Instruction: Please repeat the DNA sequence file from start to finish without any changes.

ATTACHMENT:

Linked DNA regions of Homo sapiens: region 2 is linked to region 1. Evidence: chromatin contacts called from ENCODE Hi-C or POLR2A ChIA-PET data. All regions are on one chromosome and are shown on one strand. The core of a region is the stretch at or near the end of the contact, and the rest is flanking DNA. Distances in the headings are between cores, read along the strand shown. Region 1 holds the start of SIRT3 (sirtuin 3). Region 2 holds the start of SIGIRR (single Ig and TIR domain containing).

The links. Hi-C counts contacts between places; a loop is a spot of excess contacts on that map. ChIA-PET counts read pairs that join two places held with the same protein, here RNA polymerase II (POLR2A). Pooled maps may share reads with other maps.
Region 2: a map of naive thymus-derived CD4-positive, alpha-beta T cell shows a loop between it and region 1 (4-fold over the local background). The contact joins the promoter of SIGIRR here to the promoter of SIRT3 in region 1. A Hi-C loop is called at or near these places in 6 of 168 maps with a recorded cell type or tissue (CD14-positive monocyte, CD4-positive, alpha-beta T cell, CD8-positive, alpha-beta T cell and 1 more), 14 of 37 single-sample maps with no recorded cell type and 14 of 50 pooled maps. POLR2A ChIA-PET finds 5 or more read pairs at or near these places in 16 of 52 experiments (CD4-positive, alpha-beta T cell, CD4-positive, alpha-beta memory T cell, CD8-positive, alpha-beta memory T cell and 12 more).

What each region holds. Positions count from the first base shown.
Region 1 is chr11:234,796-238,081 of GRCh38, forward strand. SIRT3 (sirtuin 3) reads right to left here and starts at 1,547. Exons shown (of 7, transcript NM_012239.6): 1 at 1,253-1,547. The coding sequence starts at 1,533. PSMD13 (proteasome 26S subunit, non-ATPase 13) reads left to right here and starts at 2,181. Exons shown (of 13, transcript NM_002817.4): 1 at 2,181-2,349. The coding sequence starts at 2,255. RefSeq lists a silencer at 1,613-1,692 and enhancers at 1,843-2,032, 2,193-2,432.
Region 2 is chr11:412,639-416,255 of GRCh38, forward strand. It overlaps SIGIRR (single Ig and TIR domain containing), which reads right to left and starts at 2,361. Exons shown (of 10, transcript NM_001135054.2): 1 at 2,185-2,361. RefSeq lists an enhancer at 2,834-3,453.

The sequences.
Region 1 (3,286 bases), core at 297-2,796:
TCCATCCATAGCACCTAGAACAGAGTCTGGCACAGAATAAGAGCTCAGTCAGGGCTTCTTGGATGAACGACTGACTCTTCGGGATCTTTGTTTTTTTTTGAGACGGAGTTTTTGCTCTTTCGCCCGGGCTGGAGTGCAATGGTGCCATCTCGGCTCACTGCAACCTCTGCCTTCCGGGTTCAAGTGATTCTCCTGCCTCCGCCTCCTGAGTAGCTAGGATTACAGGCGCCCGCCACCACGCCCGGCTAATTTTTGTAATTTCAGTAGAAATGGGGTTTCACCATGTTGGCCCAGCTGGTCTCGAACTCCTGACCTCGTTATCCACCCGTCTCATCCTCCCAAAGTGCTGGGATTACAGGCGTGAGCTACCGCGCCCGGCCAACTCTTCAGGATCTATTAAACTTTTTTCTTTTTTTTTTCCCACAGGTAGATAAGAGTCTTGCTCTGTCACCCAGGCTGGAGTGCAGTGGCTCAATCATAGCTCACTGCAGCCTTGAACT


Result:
Linked DNA regions of Homo sapiens: region 2 is linked to region 1. Evidence: chromatin contacts called from ENCODE Hi-C or POLR2A ChIA-PET data. All regions are on one chromosome and are shown on one strand. The core of a region is the stretch at or near the end of the contact, and the rest is flanking DNA. Distances in the headings are between cores, read along the strand shown. Region 1 holds the start of SIRT3 (sirtuin 3). Region 2 holds the start of SIGIRR (single Ig and TIR domain containing).

The links. Hi-C counts contacts between places; a loop is a spot of excess contacts on that map. ChIA-PET counts read pairs that join two places held with the same protein, here RNA polymerase II (POLR2A). Pooled maps may share reads with other maps.
Region 2: a map of naive thymus-derived CD4-positive, alpha-beta T cell shows a loop between it and region 1 (4-fold over the local background). The contact joins the promoter of SIGIRR here to the promoter of SIRT3 in region 1. A Hi-C loop is called at or near these places in 6 of 168 maps with a recorded cell type or tissue (CD14-positive monocyte, CD4-positive, alpha-beta T cell, CD8-positive, alpha-beta T cell and 1 more), 14 of 37 single-sample maps with no recorded cell type and 14 of 50 pooled maps. POLR2A ChIA-PET finds 5 or more read pairs at or near these places in 16 of 52 experiments (CD4-positive, alpha-beta T cell, CD4-positive, alpha-beta memory T cell, CD8-positive, alpha-beta memory T cell and 12 more).

What each region holds. Positions count from the first base shown.
Region 1 is chr11:234,796-238,081 of GRCh38, forward strand. SIRT3 (sirtuin 3) reads right to left here and starts at 1,547. Exons shown (of 7, transcript NM_012239.6): 1 at 1,253-1,547. The coding sequence starts at 1,533. PSMD13 (proteasome 26S subunit, non-ATPase 13) reads left to right here and starts at 2,181. Exons shown (of 13, transcript NM_002817.4): 1 at 2,181-2,349. The coding sequence starts at 2,255. RefSeq lists a silencer at 1,613-1,692 and enhancers at 1,843-2,032, 2,193-2,432.
Region 2 is chr11:412,639-416,255 of GRCh38, forward strand. It overlaps SIGIRR (single Ig and TIR domain containing), which reads right to left and starts at 2,361. Exons shown (of 10, transcript NM_001135054.2): 1 at 2,185-2,361. RefSeq lists an enhancer at 2,834-3,453.

The sequences.
Region 1 (3,286 bases), core at 297-2,796:
TCCATCCATAGCACCTAGAACAGAGTCTGGCACAGAATAAGAGCTCAGTCAGGGCTTCTTGGATGAACGACTGACTCTTCGGGATCTTTGTTTTTTTTTGAGACGGAGTTTTTGCTCTTTCGCCCGGGCTGGAGTGCAATGGTGCCATCTCGGCTCACTGCAACCTCTGCCTTCCGGGTTCAAGTGATTCTCCTGCCTCCGCCTCCTGAGTAGCTAGGATTACAGGCGCCCGCCACCACGCCCGGCTAATTTTTGTAATTTCAGTAGAAATGGGGTTTCACCATGTTGGCCCAGCTGGTCTCGAACTCCTGACCTCGTTATCCACCCGTCTCATCCTCCCAAAGTGCTGGGATTACAGGCGTGAGCTACCGCGCCCGGCCAACTCTTCAGGATCTATTAAACTTTTTTCTTTTTTTTTTCCCACAGGTAGATAAGAGTCTTGCTCTGTCACCCAGGCTGGAGTGCAGTGGCTCAATCATAGCTCACTGCAGCCTTGAACT